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Investment and Monetary Policy: Learning and Determinacy of Equilibrium

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  • JOHN DUFFY
  • WEI XIAO

Abstract

We examine determinancy and expectational stability (learnability) of rational expectations equilibrium (REE) in sticky price New Keynesian (NK) models of the monetary transmission mechanism. We consider three different New Keynesian models: a labor-only model and two models that add capital -- one where capital is allocated in an economy-wide rental market and another where demand for capital is firm-specific. We find that Bullard and Mitra's (2002, 2007) findings on determinacy and learnability of REE under various interest rate rules in the labor-only NK model do not always extend to models with capital. In particular, the Taylor principle, that the response of interest rates should be more than proportionate to changes in inflation, will not generally suffice to guarantee determinate and/or learnable equilibria in NK models with capital.

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Bibliographic Info

Article provided by Blackwell Publishing in its journal Journal of Money, Credit and Banking.

Volume (Year): 43 (2011)
Issue (Month): 5 (08)
Pages: 959-992

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Handle: RePEc:mcb:jmoncb:v:43:y:2011:i:5:p:959-992

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Web page: http://www.blackwellpublishing.com/journal.asp?ref=0022-2879

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  1. Woodford, Michael, 2005. "Firm-Specific Capital and the New Keynesian Phillips Curve," MPRA Paper 825, University Library of Munich, Germany.
  2. John B. Taylor, 1998. "An Historical Analysis of Monetary Policy Rules," NBER Working Papers 6768, National Bureau of Economic Research, Inc.
  3. Taylor, John B., 1993. "Discretion versus policy rules in practice," Carnegie-Rochester Conference Series on Public Policy, Elsevier, vol. 39(1), pages 195-214, December.
  4. Tommy Sveen & Lutz Weinke, 2006. "Firm-specific capital, nominal rigidities, and the Taylor principle," Working Paper 2006/06, Norges Bank.
  5. Glenn D. Rudebusch, 2001. "Term structure evidence on interest rate smoothing and monetary policy inertia," Working Paper Series 2001-02, Federal Reserve Bank of San Francisco.
  6. Bullard, James & Mitra, Kaushik, 2002. "Learning about monetary policy rules," Journal of Monetary Economics, Elsevier, vol. 49(6), pages 1105-1129, September.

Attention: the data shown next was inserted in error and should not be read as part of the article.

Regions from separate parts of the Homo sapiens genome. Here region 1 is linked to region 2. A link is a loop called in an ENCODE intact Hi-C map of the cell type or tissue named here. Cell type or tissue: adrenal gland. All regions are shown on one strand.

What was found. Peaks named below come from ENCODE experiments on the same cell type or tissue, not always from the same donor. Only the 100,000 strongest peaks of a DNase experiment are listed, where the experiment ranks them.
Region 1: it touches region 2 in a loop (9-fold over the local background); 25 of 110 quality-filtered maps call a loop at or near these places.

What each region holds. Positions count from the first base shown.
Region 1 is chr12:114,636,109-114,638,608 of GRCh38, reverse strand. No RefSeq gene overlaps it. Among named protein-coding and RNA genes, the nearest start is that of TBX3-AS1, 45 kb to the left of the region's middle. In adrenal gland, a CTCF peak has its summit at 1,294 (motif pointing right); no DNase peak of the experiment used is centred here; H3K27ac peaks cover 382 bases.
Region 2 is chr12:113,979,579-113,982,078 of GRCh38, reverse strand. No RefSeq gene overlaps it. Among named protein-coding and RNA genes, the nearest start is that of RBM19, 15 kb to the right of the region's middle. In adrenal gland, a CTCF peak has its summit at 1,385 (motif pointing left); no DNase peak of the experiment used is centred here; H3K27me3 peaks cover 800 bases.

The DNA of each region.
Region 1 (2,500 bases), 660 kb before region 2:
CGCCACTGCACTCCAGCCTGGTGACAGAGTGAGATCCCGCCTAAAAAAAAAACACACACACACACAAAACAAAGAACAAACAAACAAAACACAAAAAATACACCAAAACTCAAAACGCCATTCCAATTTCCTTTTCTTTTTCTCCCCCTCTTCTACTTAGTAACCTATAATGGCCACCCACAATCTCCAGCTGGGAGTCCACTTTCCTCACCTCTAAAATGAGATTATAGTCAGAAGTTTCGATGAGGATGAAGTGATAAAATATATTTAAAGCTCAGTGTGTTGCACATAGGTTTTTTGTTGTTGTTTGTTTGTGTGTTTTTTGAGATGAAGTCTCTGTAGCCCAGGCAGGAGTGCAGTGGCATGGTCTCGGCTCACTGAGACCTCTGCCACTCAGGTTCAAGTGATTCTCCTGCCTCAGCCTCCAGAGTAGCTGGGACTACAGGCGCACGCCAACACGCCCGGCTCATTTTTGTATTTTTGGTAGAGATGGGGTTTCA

7. Dupor, Bill, 2001. "Investment and Interest Rate Policy," Journal of Economic Theory, Elsevier, vol. 98(1), pages 85-113, May.
  8. Blanchard, Olivier Jean & Kahn, Charles M, 1980. "The Solution of Linear Difference Models under Rational Expectations," Econometrica, Econometric Society, vol. 48(5), pages 1305-11, July.
  9. Jeffery D. Amato & Thomas Laubach, 1999. "The value of interest rate smoothing : how the private sector helps the Federal Reserve," Economic Review, Federal Reserve Bank of Kansas City, issue Q III, pages 47-64.
  10. Kurozumi, Takushi & Van Zandweghe, Willem, 2008. "Investment, interest rate policy, and equilibrium stability," Journal of Economic Dynamics and Control, Elsevier, vol. 32(5), pages 1489-1516, May.
  11. Marc Paolo Giannoni & Michael Woodford, 2003. "How forward-looking is optimal monetary policy?," Proceedings, Federal Reserve Bank of Cleveland, pages 1425-1483.
  12. Julio J. Rotemberg & Michael Woodford, 1998. "An Optimization-Based Econometric Framework for the Evaluation of Monetary Policy: Expanded Version," NBER Technical Working Papers 0233, National Bureau of Economic Research, Inc.
  13. Michael Woodford, 2003. "Optimal Interest-Rate Smoothing," Review of Economic Studies, Wiley Blackwell, vol. 70(4), pages 861-886, October.
  14. Michael Woodford, 2001. "The Taylor Rule and Optimal Monetary Policy," American Economic Review, American Economic Association, vol. 91(2), pages 232-237, May.
  15. Sveen, Tommy & Weinke, Lutz, 2005. "New perspectives on capital, sticky prices, and the Taylor principle," Journal of Economic Theory, Elsevier, vol. 123(1), pages 21-39, July.
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Cited by:
  1. Gasteiger, Emanuel, 2011. "Heterogeneous expectations, Taylor rules and the merit of monetary policy inertia," MPRA Paper 31004, University Library of Munich, Germany.
  2. Raghbendra Jha & Varsha S. Kulkarni, 2012. "Inflation Volatility and the Inflation-Growth Tradeoff in India," ASARC Working Papers 2012-11, The Australian National University, Australia South Asia Research Centre.
  3. Wolfgang Luhan & Johann Scharler, 2013. "Monetary Policy, Inflation Illusion and the Taylor Principle: An Experimental Study," Working Papers 2013-03, Faculty of Economics and Statistics, University of Innsbruck.
  4. Rannenberg, Ansgar, 2009. "The Taylor Principle and (In-) Determinacy in a New Keynesian Model with hiring Frictions and Skill Loss," SIRE Discussion Papers 2009-48, Scottish Institute for Research in Economics (SIRE).
  5. George W. Evans & Seppo Honkapohja, 2008. "Expectations, Learning and Monetary Policy: An Overview of Recent Research," CDMA Working Paper Series 200802, Centre for Dynamic Macroeconomic Analysis.
  6. Raghbendra Jha & Varsha S. Kulkarni, 2013. "Inflation, its Volatility and the Inflation-Growth Tradeoff in India," ASARC Working Papers 2013-06, The Australian National University, Australia South Asia Research Centre.

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